Rainforest Destruction by a Corrupt Industry: Why Obama Should Not Include Palm Oil in Renewable Fuel Standard
Glenn Hurowitz has an important piece at Think Progress noting that Obama’s decision on whether palm oil should be included in the Renewable Fuel Standardwill be the most important decision he makes on climate change this year. He’s probably right and I absolutely oppose the idea of palm oil as renewable fuel. Basically, Malaysia and Indonesia have decided to chop down their entire remaining rain forest to convert to palm oil plantations. We frequently hear about Latin American rainforest being lost for cattle ranches and this is the Asian version. Not only does this make palm oil dirty because of the burning of the rainforests, but you also have the destruction of plant and animal species and their replacement with monocultures. Plus the palm oil industry is a corrupt and immoral as petroleum could ever dream:
Industry giant Wilmar, which has been caught on film cutting down forests in orangutan habitat and expelling indigenous people from their lands, and was cut off from World Bank funding for its abuses, has hired a raft of DC lobbyists in its attempt to pressure the White House to distort the science. The industry’s effort has been boosted by $7.7 million that the Malaysian government authorized last year to spend on foreign palm oil “public relations” work, intended to spread the false idea that palm oil is a clean source of energy. This flood of foreign cash may explain why right wing “think tanks” like the Heritage Foundation are suddenly so interested in forcing American motorists to use palm oil grown in Indonesia under the Renewable Fuels Standard – a standard they have virulently opposed for other biofuels but have suddenly embraced for palm oil. Hmm.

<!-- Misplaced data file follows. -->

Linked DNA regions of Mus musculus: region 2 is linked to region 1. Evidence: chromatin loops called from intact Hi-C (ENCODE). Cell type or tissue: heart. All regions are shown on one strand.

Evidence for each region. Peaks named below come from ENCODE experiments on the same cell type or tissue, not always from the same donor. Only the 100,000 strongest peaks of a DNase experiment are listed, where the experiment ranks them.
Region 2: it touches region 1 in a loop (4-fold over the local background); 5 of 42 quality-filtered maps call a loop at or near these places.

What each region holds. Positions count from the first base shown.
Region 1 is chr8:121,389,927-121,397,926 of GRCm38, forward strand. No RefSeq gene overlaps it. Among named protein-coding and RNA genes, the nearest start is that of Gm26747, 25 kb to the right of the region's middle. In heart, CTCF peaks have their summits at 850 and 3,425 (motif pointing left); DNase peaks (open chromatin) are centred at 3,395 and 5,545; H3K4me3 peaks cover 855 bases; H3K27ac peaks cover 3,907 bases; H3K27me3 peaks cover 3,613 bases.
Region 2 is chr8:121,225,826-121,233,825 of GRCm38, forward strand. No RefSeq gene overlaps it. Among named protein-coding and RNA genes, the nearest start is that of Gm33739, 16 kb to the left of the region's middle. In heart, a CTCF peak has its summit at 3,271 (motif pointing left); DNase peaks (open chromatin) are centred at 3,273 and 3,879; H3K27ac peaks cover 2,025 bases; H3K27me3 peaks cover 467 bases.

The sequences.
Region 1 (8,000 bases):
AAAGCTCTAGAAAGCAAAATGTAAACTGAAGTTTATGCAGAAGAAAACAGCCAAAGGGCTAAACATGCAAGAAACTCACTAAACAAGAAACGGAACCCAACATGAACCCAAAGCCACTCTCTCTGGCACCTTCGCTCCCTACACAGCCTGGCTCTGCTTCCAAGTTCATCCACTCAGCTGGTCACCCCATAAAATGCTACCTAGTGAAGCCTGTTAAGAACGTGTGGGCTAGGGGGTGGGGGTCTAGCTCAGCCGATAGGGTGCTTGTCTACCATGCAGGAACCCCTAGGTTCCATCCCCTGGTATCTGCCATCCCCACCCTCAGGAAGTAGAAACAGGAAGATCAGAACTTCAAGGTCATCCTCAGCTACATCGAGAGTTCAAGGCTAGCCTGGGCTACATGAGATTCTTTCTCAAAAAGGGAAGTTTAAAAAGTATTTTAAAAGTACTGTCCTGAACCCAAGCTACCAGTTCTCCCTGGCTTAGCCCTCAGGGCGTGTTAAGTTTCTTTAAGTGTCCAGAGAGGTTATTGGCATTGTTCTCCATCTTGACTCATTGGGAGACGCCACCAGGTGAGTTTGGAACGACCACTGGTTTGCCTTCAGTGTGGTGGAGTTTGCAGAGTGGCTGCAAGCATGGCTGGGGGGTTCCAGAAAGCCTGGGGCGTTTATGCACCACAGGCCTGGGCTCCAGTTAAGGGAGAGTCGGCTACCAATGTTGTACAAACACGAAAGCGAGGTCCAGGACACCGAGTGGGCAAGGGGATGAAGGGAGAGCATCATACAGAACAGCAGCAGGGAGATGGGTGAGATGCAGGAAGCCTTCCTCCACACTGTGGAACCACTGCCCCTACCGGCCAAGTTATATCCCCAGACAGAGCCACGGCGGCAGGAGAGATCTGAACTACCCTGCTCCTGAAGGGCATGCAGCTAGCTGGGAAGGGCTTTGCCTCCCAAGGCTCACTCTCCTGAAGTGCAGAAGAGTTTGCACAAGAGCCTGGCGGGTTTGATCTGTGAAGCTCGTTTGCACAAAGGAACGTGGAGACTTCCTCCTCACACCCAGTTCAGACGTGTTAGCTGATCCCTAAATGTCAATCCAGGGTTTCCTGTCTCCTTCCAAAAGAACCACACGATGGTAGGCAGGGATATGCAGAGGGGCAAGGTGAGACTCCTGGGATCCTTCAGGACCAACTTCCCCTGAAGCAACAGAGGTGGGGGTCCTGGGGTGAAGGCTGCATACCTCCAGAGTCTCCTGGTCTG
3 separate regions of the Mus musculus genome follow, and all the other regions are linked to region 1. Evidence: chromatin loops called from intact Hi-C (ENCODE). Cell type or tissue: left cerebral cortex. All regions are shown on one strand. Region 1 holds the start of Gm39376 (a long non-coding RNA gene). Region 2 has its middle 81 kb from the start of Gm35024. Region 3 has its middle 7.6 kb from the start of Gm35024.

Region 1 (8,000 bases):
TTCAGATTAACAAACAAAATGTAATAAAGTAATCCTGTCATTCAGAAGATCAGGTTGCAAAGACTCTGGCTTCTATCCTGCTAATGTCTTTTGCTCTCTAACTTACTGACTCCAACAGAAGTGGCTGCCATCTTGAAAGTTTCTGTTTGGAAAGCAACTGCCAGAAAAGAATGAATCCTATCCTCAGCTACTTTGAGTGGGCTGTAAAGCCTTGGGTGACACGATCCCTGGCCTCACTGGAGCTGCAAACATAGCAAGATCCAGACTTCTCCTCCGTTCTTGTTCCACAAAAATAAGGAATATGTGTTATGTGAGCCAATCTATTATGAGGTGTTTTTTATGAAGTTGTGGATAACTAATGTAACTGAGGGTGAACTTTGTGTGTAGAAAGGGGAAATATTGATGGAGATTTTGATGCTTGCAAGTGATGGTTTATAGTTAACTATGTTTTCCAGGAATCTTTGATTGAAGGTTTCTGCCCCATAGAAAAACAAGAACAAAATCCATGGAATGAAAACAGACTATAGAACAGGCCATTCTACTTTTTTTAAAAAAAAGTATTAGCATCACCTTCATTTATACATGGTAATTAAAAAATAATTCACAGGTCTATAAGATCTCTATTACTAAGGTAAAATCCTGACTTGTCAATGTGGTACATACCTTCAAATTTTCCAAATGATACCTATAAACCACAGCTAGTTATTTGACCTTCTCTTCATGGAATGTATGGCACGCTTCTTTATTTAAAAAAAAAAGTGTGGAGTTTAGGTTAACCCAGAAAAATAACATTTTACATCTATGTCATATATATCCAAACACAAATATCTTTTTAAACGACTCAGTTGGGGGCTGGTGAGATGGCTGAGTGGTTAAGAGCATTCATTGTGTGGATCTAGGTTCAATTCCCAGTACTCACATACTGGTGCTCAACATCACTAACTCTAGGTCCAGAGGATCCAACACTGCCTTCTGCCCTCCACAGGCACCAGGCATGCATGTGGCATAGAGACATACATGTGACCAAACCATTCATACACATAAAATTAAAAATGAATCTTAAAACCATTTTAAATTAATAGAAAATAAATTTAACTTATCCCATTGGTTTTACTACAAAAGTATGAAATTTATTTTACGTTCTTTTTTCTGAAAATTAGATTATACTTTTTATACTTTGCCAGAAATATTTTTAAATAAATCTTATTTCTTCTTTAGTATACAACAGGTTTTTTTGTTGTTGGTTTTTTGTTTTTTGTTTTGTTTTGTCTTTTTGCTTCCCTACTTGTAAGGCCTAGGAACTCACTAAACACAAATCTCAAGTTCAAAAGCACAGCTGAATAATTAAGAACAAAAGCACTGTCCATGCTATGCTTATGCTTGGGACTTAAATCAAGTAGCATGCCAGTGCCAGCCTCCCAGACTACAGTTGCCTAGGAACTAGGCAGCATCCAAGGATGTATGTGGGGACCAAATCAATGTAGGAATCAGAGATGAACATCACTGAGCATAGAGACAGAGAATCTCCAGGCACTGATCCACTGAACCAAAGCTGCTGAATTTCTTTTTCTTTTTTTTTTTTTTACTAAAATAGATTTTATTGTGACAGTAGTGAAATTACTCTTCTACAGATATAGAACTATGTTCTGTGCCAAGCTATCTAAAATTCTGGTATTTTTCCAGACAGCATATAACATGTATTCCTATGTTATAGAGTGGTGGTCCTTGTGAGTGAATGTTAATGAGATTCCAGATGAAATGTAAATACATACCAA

In 2006, I was in Malaysia for a couple of weeks. While I love Malaysia, I found the palm oil plantations incredibly depressing. Riding buses through what was, until a few years before, lush rainforest but was now palm oil plantations really brought home the environmental transformation of agricultural globalization. There’s a lot of money to be made in palm oil; more importantly for Malaysia, that money is concentrated among the elite class. They could diversify into tourism, go the Costa Rica route, but that would neither fulfill the developmentalist dreams of the Malaysian elite nor line their pockets.
Palm oil as a renewable fuel doesn’t make sense from a standpoint of sustainability or environmental stewardship. It does make sense from the standpoint of massive corruption and the concentration of power in the developing world in the hands of a very few local elites and international investors. President Obama will choose where the United States stands on this question.